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Change Management: Driving Innovation Through a Culture of Continuous Improvement

by Cynthia Hannafey, Managing Director, UHY Consulting

How do you prepare your people and your staffing company for both innovation and change? You create a sustainable culture of continuous improvement. Companies are expected to innovate and become profitable more quickly than ever before, which makes competition extremely fierce. Economic stimuli change the business landscape constantly; when your processes are stagnant and your people are not engaged, it is nearly impossible to innovate. In order to compete in business today, you need to drive innovation in your organization. But with innovation comes change, and change is not always easy.

Sustainable Continuous Improvement
Developing a sustainability program is the first step to developing and/or maintaining your competitive edge. There are many different definitions of sustainability, but in the context of a business environment, the most inclusive way to define sustainability is as the conscious and proactive use of methods that do not harm people, planet, or profit while also leaving a positive impact. For your staffing company to thrive, it is critical to initiate programs that create value and help the business evolve by engaging the stakeholders and conditioning your entire organization for sustainable changes. These are the areas that will truly help you remain competitive.

There are five critical steps to creating a performance management program.

1. Measure                                                
To make sure that processes align with corporate goals and strategies, your company needs to develop effective measurement strategies by asking the right questions in the beginning, such as: “What are our KPIs?” “What are they intended to measure?” “What do we want to improve by tracking this?” Data provides key indicators to help pinpoint when and where there is a problem, which ultimately translates to profitability. Many companies don’t invest in automation and robust ERP systems, which is a mistake.

Another common error is adding people in response to a problem, when the more sustainable and cost-effective solution begins with identifying the root cause through measuring data. Extracting data and measuring KPIs around processes often allows companies to identify millions of dollars in savings.

2. Empower                                                
You want to create value for your customers as well as engaging your stakeholders and employees. By empowering employees and involving the people close to the Gemba, you allow them to solve problems and not just cover them up. Engaged employees set the stage for change. If they buy into this empowered culture from the beginning, change will happen quickly and smoothly. You will also be able to utilize improvement ideas from the people who are actually doing the work. They see things in your organization that others don’t and can often make immediate changes that have a positive effect on processes, people, and profitability.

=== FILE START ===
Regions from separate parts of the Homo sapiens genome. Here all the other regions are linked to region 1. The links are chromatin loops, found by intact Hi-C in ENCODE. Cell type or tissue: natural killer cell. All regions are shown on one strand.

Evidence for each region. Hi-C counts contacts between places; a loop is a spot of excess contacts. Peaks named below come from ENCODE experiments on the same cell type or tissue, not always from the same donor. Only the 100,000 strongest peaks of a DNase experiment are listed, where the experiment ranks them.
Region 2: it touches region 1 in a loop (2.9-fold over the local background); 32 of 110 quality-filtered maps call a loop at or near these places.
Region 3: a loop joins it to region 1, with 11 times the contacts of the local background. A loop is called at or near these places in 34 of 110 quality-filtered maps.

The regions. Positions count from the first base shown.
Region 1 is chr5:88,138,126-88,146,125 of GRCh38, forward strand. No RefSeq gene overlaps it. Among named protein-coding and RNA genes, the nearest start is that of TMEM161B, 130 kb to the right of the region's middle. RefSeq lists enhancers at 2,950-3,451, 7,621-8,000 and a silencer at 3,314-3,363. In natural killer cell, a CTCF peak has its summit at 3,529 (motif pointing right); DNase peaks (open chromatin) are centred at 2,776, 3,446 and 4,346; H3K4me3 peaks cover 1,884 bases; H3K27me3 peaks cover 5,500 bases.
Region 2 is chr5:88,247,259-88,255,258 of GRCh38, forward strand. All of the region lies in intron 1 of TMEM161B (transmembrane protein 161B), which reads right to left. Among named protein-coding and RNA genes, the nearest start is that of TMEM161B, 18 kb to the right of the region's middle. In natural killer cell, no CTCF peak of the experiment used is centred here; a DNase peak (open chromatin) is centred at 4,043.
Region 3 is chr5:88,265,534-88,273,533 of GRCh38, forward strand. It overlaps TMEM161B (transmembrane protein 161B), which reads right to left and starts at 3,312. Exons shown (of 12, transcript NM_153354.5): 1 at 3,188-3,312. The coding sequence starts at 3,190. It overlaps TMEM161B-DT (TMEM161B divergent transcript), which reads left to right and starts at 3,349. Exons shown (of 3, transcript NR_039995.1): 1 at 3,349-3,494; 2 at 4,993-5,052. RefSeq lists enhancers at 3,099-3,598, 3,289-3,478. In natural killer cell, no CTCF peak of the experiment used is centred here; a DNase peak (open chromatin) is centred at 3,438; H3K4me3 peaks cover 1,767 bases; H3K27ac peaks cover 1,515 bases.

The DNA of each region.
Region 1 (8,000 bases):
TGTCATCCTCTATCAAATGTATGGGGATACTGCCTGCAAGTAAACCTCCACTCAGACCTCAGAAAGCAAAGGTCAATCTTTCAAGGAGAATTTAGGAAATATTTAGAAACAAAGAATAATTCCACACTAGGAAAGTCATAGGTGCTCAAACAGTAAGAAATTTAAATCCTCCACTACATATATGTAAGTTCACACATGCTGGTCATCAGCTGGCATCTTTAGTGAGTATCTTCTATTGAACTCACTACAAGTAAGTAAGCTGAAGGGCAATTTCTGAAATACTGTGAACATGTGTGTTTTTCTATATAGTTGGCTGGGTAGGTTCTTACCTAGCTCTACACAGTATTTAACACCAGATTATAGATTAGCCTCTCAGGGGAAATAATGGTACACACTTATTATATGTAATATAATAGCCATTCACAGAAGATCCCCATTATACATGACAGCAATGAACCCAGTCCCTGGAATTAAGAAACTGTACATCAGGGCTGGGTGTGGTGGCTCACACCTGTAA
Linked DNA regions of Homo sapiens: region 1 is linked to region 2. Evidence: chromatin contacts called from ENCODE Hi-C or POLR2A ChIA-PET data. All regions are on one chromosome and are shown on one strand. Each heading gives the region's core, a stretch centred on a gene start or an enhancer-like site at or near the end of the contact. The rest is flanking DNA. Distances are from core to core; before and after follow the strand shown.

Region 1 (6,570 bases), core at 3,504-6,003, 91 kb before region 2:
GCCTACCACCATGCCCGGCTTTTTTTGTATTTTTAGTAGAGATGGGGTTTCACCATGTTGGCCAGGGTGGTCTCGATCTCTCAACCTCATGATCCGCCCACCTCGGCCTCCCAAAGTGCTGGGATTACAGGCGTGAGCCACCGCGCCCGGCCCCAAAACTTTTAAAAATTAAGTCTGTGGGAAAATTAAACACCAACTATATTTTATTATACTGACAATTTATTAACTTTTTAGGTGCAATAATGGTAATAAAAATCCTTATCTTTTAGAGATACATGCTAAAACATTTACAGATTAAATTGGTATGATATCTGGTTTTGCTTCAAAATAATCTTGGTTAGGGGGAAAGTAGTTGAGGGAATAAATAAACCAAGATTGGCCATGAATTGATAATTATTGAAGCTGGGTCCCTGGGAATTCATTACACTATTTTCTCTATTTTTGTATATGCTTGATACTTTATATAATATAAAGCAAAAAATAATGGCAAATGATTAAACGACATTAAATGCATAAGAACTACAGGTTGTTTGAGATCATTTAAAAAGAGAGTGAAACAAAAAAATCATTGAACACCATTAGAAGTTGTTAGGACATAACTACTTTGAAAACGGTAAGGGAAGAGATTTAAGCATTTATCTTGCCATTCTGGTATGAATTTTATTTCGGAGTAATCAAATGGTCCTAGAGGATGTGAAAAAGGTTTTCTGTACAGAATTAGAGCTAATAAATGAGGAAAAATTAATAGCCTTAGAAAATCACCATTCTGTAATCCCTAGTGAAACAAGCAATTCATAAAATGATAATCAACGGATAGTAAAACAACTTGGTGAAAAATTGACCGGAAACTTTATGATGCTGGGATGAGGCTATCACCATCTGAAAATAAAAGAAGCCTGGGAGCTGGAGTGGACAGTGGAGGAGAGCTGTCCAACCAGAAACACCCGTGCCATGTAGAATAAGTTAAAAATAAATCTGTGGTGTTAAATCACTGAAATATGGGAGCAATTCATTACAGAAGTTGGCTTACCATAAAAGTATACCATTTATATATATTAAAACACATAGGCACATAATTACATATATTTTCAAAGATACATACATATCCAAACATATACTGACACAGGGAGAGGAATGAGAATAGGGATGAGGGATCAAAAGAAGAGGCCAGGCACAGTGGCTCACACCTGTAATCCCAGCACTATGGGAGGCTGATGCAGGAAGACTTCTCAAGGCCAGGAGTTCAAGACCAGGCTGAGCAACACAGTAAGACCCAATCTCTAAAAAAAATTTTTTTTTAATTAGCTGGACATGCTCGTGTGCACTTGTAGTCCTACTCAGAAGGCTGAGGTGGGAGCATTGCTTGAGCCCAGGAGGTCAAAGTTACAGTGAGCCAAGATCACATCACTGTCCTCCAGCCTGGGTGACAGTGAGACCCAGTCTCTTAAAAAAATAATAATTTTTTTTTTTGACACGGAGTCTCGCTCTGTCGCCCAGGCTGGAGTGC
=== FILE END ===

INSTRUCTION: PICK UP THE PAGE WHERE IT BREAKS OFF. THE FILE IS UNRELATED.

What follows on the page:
3. Publish                                                
If you can’t see the big picture, it is difficult to make meaningful changes that will have a positive impact. With a performance management program, visual boards are the ideal solution in that they communicate goals to people at all levels, identify problems while there is still time to make a difference, help instill process discipline, and keep everyone informed. Daily control and monitoring of department-wide measures provides trending data to highlight systematic issues. If something is out of sight, it is usually out of mind as well. Keep the information in front of your employees, and you will see positive changes.

4. Communicate                                            
Timely communication is key when it comes to sustainability. Holding a daily accountability meeting that lasts anywhere from 15-30 minutes allows time to address the previous day’s sub-optimal performance as well as set expectations for any potential disruptions in today’s operations. With a quick daily meeting, team members at all levels can address issues in real time which, initiates and expedites the root cause analysis process. In this meeting you will also assign actionable corrective measures and identify future continuous improvement opportunities. Participation from all areas and appropriate levels is necessary to enhance communication horizontally and vertically.

5. Celebrate                                                
To keep employees engaged and passionate about what they do, celebrate the wins. This is accomplished through employee appreciation and peer recognition. Listen to your employees as they are the ones who drive innovation. Ask them, “If you had a magic wand, what would you do?” It says to the employees, “My ideas mean something,” and what is a better motivator than seeing your own ideas put into action? It inspires people to go forth and do good things!

For an organization to thrive, it must be sustainable. If you do nothing else, put a performance management program in place. It empowers employees and fosters a culture where employees think like owners, and when employees think like owners, productivity improves, waste declines, and complexity is kept to a minimum via continuous monitoring. These improvements are noticeable and contribute to the bottom line. When incorporated into an organization, the employees themselves become a competitive advantage in the marketplace. By creating a culture of continuous improvement, you can drive innovation by breaking free from the “we have always done it this way” mentality.

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